Barriers can mainly be categorized as market, technical, financial, management, environmental, information and regulatory. These categorizations also have perspectives at enterprise, industry or national levels. Hence, a fundamental categorization of
Promotion of E3STs in SMI sub-sectors faces many barriers due to management at the enterprise level. Specific examples of these managerial barriers are as follows:
Resistance to Change. SMIs inherently resist change. Any alteration to achieve a (positive)
An Overview of Barriers
change is often perceived as a disruption of the present status. This is common for both managerial staff and employees. In such a situation, efforts to adopt E3STs are not likely to be well received. In the case of noncompliance of standards, SMIs may prefer to pay the penalties rather than to adopt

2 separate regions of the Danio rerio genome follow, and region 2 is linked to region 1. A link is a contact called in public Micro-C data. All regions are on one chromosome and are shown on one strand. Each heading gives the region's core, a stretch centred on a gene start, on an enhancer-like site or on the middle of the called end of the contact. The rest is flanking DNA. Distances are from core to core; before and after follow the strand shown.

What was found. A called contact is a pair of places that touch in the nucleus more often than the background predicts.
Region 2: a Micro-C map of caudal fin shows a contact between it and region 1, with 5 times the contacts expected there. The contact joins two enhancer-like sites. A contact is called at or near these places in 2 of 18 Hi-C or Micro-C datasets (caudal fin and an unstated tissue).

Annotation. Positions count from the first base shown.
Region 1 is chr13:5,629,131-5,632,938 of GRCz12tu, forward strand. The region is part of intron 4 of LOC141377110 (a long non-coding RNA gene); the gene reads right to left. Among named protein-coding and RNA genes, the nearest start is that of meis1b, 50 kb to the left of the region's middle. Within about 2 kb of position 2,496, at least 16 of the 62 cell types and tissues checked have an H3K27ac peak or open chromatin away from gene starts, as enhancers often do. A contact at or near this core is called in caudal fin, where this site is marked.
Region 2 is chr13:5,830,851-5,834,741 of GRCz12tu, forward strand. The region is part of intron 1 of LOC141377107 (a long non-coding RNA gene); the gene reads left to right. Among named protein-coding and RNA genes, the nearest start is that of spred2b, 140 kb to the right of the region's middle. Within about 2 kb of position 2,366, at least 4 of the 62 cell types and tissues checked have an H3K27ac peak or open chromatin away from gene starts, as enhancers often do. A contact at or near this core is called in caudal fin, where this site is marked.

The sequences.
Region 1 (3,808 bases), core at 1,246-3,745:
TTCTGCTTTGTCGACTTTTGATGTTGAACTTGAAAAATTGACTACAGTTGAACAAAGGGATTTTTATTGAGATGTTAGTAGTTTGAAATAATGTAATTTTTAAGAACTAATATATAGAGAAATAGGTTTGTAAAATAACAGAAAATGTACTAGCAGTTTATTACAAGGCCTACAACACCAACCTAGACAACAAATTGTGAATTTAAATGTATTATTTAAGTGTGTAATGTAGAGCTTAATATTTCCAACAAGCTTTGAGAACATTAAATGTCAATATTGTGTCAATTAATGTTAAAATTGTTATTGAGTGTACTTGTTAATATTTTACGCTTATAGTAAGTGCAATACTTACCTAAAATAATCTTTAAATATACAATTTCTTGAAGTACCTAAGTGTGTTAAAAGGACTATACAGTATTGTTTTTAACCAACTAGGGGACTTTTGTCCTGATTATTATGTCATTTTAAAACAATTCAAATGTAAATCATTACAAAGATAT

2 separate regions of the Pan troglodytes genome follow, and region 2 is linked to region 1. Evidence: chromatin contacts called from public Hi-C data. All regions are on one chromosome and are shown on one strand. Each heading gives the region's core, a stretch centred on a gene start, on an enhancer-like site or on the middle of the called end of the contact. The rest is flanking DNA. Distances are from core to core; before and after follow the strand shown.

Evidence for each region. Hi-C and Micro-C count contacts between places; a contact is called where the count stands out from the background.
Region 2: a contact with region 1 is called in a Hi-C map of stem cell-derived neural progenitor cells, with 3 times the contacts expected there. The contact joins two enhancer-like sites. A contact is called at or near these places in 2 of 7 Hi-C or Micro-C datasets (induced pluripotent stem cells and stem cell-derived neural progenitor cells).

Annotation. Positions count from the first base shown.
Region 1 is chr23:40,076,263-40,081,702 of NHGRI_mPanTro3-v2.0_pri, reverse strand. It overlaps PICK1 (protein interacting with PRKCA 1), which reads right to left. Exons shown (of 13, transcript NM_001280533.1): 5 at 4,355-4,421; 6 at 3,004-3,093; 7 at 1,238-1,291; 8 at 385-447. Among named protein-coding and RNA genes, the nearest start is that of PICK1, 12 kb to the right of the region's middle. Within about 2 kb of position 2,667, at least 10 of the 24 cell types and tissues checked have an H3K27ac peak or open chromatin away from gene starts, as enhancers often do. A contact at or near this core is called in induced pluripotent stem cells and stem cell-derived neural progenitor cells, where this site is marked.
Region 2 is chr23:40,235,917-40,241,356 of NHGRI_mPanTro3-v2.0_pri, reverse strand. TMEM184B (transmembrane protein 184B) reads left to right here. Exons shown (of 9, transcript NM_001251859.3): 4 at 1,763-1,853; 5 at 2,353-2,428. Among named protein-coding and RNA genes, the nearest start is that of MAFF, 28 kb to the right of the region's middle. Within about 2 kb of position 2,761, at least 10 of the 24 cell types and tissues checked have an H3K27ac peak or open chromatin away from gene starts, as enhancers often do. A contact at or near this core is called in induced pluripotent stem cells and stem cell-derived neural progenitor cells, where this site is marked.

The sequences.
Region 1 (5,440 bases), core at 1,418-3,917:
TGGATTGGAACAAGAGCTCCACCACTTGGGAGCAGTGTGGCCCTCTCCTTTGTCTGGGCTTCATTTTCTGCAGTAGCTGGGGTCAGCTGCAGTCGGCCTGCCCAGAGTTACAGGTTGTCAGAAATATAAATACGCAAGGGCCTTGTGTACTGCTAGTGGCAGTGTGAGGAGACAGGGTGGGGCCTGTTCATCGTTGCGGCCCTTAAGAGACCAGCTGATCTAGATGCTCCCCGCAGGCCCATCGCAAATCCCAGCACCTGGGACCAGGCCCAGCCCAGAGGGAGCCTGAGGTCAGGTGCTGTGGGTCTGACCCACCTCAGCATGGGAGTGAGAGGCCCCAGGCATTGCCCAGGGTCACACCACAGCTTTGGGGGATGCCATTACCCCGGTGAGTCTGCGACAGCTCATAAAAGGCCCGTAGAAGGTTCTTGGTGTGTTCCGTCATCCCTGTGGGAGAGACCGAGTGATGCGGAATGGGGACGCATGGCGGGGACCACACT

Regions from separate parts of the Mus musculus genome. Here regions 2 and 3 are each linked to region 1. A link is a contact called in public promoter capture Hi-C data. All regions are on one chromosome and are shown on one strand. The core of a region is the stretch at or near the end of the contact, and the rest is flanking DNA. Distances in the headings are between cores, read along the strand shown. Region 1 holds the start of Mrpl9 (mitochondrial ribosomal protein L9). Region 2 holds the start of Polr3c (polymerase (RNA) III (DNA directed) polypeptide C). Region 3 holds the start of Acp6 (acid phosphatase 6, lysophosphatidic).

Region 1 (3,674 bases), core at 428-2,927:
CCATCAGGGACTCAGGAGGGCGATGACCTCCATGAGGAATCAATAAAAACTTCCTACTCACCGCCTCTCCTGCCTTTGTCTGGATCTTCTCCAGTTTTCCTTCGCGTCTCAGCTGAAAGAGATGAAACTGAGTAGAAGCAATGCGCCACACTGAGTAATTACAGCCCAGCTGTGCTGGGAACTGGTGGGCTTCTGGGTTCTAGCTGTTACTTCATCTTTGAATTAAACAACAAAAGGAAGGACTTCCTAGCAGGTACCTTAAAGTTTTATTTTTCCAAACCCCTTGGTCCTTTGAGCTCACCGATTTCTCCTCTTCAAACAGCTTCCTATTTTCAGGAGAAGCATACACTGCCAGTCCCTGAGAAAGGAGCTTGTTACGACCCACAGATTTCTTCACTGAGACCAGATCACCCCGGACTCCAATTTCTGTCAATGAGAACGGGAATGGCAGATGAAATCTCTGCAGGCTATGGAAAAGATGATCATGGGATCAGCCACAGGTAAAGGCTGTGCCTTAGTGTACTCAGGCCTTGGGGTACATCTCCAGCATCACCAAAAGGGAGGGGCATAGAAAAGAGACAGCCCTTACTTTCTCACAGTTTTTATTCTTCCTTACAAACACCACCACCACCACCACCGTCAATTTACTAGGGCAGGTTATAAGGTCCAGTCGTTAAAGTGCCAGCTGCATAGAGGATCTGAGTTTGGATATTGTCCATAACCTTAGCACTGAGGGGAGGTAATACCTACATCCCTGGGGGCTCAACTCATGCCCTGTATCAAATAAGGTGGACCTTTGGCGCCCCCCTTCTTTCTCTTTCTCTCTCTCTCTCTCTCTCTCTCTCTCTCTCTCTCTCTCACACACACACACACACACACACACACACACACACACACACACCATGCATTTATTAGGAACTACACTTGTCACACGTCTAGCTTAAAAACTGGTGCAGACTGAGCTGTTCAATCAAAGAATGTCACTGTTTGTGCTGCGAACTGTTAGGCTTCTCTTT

cleaner production technologies. Inadequacies in Internal Management. SMIs, in trying to achieve cost advantages, tend to hire managers or staff who may not have the capacity to appreciate the complexities of the global or national environmental aspects